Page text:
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Friday, 22 May 2009

Interflora v M & S: Another AdWord referral to ECJ

"This is another case about Google AdWords and registered trade marks". This is the opening sentence of the England and Wales High Court's decision on an interim injunction in Interflora, Inc. Interflora British Unit v Marks and Spencer PLC Flowers Direct Online Limited, [2009] EWHC 1095 (Ch). The decision can be retrieved by clicking here.

The claimant, Interflora which operates the largest flower delivery network in the world, had filed a interim injunction to stop Marks and Spencer (M & S) and others from using 'Interflora' as a sponsored Google Adword search term, as well as the misspellings 'Intaflora' and 'Inter-flora'. M & S also operates a flower delivery service via its website which enables orders to be placed online.

The High Court did not grant an interim injunction and, as so many other national courts before, Mr Justice Arnold decided to refer the "Adword" matter to the European Court of Justice.

While the actual questions are still outstanding, (para 104 "I think it is right that the parties should have the opportunity to consider my judgment in L'Oréal v eBay, which is being handed down at the same time as this judgment, before finally committing themselves.") Mr Justice Arnold's reasons for a referral are set out in paragraphs 93 pp:

93 In the particular circumstances of this case, I concluded that the better course was to refer questions to the Court of Justice now, for the following reasons. It is common ground between the parties that guidance from the ECJ will at some point be necessary to enable this court to resolve the dispute. That being so, if I could be reasonably confident that all the necessary guidance from the ECJ would be forthcoming in its judgments on one or more of the existing references, then it might well make sense for to me to do as M & S urge and stay the proceedings until sufficient guidance is available: compare Johns v Solent SD Ltd [2008] EWCA Civ 790 and Boehringer Ingelheim KG v Swingward Ltd [2008] EWCA Civ 83, [2008] ETMR 36. For the reasons given by counsel for Interflora, however, I consider that there is at least a real possibility that the rulings by the ECJ on the existing references will not clearly resolve all the issues of law which arise in the present case. A further factor which supports this conclusion is the risk that one or more of the existing references may be withdrawn as a result of settlements. I also note that the Bundesgerichtshof considered it appropriate to make a further reference notwithstanding the references which had already been made.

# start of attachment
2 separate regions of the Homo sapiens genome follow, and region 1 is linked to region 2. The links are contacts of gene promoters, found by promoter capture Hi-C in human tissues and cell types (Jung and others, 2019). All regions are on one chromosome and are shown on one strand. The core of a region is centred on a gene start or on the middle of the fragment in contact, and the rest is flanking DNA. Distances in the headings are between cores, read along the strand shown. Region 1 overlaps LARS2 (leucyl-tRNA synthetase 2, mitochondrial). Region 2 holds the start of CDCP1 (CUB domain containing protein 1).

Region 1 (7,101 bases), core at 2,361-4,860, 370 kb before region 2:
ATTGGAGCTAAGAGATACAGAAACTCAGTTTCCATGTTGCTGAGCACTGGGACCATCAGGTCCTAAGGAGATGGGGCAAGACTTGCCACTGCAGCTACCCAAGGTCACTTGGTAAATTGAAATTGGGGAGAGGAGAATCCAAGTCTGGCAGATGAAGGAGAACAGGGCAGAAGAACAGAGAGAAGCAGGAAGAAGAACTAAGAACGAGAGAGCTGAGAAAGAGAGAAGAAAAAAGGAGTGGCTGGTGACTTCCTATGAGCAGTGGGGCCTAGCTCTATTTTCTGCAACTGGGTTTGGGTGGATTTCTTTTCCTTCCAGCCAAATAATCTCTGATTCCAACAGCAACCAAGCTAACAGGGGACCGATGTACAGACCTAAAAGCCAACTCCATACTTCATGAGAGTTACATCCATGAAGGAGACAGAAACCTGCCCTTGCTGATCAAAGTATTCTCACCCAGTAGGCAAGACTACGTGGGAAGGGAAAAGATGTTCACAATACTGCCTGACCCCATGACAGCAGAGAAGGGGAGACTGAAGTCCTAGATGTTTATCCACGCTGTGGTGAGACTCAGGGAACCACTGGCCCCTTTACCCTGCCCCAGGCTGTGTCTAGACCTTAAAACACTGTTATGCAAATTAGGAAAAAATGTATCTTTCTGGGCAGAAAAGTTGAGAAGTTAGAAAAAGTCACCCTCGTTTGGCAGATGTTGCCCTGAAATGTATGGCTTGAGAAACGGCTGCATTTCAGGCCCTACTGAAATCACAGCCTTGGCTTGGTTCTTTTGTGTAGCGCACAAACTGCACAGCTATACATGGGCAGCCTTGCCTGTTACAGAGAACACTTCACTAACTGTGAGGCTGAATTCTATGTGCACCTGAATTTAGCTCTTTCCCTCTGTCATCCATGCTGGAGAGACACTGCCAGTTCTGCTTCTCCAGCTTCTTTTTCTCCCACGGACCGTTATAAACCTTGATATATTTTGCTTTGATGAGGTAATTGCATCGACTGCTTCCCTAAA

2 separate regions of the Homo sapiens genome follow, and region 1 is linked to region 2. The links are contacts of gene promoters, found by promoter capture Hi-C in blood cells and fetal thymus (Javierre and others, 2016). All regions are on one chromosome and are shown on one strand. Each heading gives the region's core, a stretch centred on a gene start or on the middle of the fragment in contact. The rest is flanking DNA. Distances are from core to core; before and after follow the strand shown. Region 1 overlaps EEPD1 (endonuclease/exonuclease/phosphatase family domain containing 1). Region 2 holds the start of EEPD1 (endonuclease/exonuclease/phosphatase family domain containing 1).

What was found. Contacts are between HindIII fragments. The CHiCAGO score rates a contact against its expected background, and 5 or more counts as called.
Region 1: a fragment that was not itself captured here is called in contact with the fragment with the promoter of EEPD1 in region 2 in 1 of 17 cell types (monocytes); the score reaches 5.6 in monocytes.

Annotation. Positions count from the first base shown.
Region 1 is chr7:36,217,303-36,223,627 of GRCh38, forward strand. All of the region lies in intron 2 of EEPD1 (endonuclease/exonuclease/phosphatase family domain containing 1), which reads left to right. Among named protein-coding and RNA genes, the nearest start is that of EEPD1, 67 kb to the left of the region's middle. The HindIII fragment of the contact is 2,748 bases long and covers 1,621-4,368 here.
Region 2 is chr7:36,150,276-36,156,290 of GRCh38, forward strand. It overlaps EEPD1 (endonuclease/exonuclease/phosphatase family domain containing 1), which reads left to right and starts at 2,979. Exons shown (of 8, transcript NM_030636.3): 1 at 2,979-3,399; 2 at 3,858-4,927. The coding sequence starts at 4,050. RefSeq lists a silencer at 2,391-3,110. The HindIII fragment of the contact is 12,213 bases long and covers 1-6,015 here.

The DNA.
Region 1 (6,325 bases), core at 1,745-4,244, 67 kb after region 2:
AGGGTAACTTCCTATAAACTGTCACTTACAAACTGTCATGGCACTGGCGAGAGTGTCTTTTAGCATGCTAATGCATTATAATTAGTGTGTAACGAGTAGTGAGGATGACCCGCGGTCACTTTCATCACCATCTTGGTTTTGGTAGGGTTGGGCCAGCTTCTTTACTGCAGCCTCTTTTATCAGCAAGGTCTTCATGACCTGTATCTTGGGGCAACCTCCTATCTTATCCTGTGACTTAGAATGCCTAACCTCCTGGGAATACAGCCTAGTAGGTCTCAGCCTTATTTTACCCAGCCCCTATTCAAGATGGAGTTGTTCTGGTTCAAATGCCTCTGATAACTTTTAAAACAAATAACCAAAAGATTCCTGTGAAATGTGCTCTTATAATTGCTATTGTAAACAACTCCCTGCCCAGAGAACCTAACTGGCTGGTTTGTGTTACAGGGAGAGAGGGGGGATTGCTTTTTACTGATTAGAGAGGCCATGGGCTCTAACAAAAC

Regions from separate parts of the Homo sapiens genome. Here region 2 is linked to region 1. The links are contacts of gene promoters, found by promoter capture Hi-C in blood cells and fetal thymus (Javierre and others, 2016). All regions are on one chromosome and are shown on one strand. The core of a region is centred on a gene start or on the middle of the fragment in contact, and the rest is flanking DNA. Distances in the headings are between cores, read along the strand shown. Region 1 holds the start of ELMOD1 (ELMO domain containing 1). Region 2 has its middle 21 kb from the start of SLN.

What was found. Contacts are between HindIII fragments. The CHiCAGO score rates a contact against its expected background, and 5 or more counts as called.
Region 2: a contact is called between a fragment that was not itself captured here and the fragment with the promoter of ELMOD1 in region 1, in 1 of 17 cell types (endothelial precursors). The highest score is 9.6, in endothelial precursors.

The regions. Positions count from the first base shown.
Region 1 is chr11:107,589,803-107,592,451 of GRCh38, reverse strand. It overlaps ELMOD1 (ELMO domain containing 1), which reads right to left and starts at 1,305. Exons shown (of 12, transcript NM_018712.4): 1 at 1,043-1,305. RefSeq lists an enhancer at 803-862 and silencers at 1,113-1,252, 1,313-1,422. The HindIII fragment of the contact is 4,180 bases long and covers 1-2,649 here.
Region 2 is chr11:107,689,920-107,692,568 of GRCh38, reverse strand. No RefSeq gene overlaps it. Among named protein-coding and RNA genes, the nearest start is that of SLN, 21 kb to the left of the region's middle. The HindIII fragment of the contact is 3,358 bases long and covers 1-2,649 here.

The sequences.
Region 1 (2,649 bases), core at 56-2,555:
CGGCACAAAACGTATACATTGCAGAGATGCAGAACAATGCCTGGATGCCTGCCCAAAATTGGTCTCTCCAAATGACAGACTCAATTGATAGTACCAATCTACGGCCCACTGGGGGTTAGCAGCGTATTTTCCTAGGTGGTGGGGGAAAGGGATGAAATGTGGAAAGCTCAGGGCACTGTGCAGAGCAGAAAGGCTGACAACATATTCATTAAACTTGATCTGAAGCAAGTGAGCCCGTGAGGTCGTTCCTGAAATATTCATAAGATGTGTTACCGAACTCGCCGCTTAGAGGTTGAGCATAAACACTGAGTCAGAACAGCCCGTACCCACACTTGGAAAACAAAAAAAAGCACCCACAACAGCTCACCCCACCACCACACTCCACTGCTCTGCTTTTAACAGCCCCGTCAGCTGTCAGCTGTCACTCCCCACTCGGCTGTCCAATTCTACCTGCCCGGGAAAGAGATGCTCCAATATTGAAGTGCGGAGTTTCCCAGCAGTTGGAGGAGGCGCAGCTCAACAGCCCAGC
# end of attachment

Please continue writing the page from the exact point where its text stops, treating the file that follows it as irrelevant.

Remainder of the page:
96 Thus the choice comes down to making a reference now or leaving it to the trial judge to make a reference. The advantages of making a reference now are that it will reduce the delay in resolving this dispute and that it may obviate the need for trial altogether or at least reduce the scope of the trial. The main disadvantage of making a reference now is that the facts have not been fully determined. I am satisfied, however, that the factual situation is sufficiently clearly defined to enable the questions of law which arise to be posed and answered.

99 I should add that an additional factor which I have taken into account in reaching this conclusion is that I have decided to refer questions to the ECJ for a preliminary ruling in L'Oréal SA v eBay".

5 comments:

Anonymous said...

Every European Court needs to refer the same question (in one million and one permutations) to the ECJ. Why? Just why! Like a contest of who can come up with the best and most original question.

Anonymous said...

Everybody is clamouring for a European Patents Court. Why not a European Trade Marks Court as well?

Anonymous said...

Community trade Mark Courts do exist, see eg SI 1027 of 2006.

Anonymous said...

To 3rd anonymous - Community Trade Mark Courts do exist, but they are national courts so designated, and therefore are subject to the same possible divergence of opinions as any other national courts.

austrotrabant said...

I am honestly impressed by Judge Arnold's summaries of the other references...

Does anyone want to guess how long it will take before the High Court issues his questions to the ECJ.

Any by the way... on the 4th of June (interestingly enough exactly the day Google Adwords will liberalise its trademark complaint-policy for 190 countries) the attorney general is expected to deliver a statement at the ECJ about the French Adwords Cases. So let's see...

Best!

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